Spoil Breaking Bad and things will end badly for you
ALL bad things must come to an end - and that's a good thing.
But spoil the ending of my favourite television show, and there will be consequences.
Breaking Bad comes to an end tonight after five critically acclaimed seasons.
Will Walt die? Will Jesse die? Will Walt Jnr take over the meth business?
Incase you've been living under a (crack) rock, Breaking Bad at its core is the story of good guy chemistry teacher Walter White (Bryan Cranston) turning into an evil meth cooking kingpin Heisenberg.
The reason? Money.
He's been diagnosed with lung cancer and wants to leave a nest egg behind for his family. He teams up with former student Jesse Pinkman (Aaron Paul), a meth addict when the show first picks up.
I've been a loyal fan these past few years.
Like one of Heisenberg's customers just waiting for my next hit of his premium product blue meth - I'm an absolute addict.
Honestly, every other show I've been a fan of seems to become a victim of its own success and fall apart the longer it goes on.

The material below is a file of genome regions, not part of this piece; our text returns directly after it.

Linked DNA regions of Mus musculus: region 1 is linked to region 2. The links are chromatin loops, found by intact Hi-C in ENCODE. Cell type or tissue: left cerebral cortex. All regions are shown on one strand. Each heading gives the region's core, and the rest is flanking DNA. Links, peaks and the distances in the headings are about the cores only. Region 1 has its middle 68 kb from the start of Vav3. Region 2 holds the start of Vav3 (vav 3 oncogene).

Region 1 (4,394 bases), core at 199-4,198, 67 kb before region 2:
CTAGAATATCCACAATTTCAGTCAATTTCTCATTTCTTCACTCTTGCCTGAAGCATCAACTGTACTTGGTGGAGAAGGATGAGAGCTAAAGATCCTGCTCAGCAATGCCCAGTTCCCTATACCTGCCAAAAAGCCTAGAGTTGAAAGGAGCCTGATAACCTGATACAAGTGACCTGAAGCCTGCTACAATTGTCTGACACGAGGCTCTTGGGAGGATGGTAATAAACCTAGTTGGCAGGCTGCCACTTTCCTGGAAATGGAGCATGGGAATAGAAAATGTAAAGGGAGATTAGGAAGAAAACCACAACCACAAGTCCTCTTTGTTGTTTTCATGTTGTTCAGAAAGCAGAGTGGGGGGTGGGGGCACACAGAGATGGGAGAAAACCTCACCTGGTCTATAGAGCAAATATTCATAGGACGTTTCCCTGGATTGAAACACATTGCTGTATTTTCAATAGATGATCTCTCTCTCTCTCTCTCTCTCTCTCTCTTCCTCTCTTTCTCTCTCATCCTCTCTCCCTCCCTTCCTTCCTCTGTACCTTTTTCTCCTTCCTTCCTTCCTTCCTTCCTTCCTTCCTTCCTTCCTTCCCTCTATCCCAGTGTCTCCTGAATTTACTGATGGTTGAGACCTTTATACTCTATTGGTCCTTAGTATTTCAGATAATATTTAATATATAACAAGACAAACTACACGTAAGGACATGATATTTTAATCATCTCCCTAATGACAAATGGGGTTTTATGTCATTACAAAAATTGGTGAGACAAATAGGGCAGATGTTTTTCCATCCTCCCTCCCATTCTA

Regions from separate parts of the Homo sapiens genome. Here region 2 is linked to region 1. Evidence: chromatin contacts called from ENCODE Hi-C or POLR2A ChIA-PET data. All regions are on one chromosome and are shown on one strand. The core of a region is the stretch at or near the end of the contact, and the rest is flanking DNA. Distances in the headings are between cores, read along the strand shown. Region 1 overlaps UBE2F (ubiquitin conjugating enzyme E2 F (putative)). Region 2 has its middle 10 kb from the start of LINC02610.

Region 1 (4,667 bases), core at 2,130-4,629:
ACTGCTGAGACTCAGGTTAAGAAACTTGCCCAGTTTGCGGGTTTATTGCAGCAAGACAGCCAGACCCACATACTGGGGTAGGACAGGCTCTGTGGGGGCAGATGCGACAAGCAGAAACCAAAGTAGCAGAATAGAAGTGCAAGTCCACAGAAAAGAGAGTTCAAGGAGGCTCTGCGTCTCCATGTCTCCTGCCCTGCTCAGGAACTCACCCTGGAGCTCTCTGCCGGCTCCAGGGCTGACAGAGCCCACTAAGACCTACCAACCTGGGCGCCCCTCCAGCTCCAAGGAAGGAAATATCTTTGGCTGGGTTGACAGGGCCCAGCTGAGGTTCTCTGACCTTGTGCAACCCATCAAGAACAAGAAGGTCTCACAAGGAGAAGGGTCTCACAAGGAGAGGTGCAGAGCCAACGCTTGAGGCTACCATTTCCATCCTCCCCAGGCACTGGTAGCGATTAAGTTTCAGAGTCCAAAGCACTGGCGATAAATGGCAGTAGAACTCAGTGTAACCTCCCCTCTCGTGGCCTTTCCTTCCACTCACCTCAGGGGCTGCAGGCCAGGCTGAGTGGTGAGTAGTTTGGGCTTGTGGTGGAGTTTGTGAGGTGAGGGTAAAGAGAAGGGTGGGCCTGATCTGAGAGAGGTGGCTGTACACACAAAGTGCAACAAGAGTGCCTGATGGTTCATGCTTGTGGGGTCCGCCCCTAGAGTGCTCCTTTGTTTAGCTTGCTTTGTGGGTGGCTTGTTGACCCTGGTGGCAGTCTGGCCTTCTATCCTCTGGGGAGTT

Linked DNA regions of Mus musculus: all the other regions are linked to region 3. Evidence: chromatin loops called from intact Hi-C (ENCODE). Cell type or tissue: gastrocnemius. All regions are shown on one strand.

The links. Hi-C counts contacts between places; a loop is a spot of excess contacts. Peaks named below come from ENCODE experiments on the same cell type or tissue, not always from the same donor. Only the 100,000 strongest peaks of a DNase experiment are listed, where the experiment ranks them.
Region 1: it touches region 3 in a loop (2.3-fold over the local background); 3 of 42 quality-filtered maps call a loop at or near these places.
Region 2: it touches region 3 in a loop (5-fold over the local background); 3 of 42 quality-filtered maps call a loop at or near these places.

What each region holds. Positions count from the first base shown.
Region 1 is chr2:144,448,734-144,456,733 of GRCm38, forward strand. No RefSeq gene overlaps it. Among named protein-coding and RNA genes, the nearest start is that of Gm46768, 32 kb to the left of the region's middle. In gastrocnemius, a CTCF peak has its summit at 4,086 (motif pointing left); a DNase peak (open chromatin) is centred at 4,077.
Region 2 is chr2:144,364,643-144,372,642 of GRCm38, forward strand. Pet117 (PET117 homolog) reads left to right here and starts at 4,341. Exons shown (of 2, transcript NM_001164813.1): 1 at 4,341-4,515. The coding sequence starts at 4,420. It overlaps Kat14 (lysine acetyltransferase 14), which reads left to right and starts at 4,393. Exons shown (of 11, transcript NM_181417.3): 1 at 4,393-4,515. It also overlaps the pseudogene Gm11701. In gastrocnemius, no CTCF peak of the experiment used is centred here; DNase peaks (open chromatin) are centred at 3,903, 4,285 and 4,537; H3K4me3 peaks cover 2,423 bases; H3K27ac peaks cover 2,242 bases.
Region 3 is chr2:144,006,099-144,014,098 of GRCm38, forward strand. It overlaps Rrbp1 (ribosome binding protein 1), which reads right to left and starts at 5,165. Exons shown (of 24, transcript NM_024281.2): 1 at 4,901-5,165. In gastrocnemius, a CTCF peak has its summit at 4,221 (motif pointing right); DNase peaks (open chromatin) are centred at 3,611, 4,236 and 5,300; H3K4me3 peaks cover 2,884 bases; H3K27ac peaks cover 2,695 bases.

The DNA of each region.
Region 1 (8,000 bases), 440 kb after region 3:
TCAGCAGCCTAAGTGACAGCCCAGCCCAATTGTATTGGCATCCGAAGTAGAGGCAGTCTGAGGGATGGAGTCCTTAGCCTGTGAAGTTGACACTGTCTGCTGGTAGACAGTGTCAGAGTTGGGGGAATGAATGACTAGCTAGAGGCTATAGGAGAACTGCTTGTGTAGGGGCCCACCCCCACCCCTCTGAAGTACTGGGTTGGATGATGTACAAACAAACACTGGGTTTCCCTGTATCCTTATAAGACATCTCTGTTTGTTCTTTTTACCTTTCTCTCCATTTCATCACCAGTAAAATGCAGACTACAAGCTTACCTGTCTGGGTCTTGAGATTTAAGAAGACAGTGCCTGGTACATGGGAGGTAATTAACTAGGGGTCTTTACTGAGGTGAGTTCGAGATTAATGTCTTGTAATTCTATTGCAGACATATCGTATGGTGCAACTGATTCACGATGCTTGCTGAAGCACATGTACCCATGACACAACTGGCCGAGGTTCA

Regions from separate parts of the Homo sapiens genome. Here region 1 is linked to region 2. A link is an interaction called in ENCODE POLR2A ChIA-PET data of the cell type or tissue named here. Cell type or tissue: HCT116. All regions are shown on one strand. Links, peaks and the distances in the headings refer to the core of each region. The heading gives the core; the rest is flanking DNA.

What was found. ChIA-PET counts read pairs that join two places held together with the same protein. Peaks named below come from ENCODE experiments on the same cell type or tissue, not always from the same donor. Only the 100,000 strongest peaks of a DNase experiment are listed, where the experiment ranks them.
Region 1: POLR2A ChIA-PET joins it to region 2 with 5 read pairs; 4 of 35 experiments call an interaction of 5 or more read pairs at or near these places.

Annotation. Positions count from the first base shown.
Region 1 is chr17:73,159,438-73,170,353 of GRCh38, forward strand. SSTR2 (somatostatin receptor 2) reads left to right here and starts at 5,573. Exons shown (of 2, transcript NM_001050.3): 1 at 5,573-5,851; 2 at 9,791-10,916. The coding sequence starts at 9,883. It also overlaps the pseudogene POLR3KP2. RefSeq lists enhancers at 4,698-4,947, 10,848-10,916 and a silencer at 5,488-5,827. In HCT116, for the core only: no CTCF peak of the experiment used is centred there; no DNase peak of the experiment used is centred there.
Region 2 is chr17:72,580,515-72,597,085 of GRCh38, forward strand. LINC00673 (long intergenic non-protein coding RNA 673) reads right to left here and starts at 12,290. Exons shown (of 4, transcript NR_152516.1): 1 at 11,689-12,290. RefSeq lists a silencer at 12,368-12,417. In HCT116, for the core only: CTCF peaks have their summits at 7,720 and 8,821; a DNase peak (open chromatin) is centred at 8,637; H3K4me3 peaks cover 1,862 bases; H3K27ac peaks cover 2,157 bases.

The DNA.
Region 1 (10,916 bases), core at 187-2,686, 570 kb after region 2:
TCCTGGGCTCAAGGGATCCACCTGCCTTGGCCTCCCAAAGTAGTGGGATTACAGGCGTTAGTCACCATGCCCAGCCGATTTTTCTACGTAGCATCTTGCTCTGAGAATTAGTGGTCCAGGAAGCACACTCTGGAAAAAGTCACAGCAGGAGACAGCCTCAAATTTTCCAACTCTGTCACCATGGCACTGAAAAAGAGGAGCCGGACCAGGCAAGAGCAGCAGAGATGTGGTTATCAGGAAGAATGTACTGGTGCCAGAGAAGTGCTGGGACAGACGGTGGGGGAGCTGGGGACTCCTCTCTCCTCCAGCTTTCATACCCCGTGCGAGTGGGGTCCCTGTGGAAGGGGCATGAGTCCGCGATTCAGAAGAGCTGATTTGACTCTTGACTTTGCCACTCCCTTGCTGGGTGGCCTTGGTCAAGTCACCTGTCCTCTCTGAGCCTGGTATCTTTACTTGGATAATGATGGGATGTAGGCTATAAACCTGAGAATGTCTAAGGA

But not Breaking Bad.
But all that good work can be undone in an instant if someone, somehow, someway managed to spoil tonight's ending for me.
Aaron Paul - you're a terrific actor and a funny guy, but I must unfollow you on Twitter until finale is over. I know you love to commentate on the show as it's screening live in your neck of the woods.
In fact, I might have to impose a very rare social media blackout for the day until I can see the show myself.
There's nothing worse than being spoiled. It happens so easily these days, and it's always in an unexpected way.
I don't know what I'd do if I saw a friend update their Facebook with a status spoiling the end of the show.
Actually, I would unfriend them. That's what I do.
Personally I think there should be a warning before any bit of juicy information from a movie, book or TV show is dished out.
My belief - even if it's been a couple of years, you shouldn't go talking freely about the ending to something major without announcing 'spoiler alert'.
People take this stuff very seriously.
A friend of mine was once upset when she was told by someone that (whoops, spoiler alert) Dumbledore died in one of the Harry Potter books.
It was a fair few years after the series had ended, the movies were all out, yet she hadn't gotten to that part yet.
I still don't think she's gotten over it.
If I had things my way I'd be locked up at home until the finale graced my television screen.
I'm so looking forward to that thrill that comes with seeing one of the most engaging stories on television come to an end.
And if you ruin it for me, there will be consequences.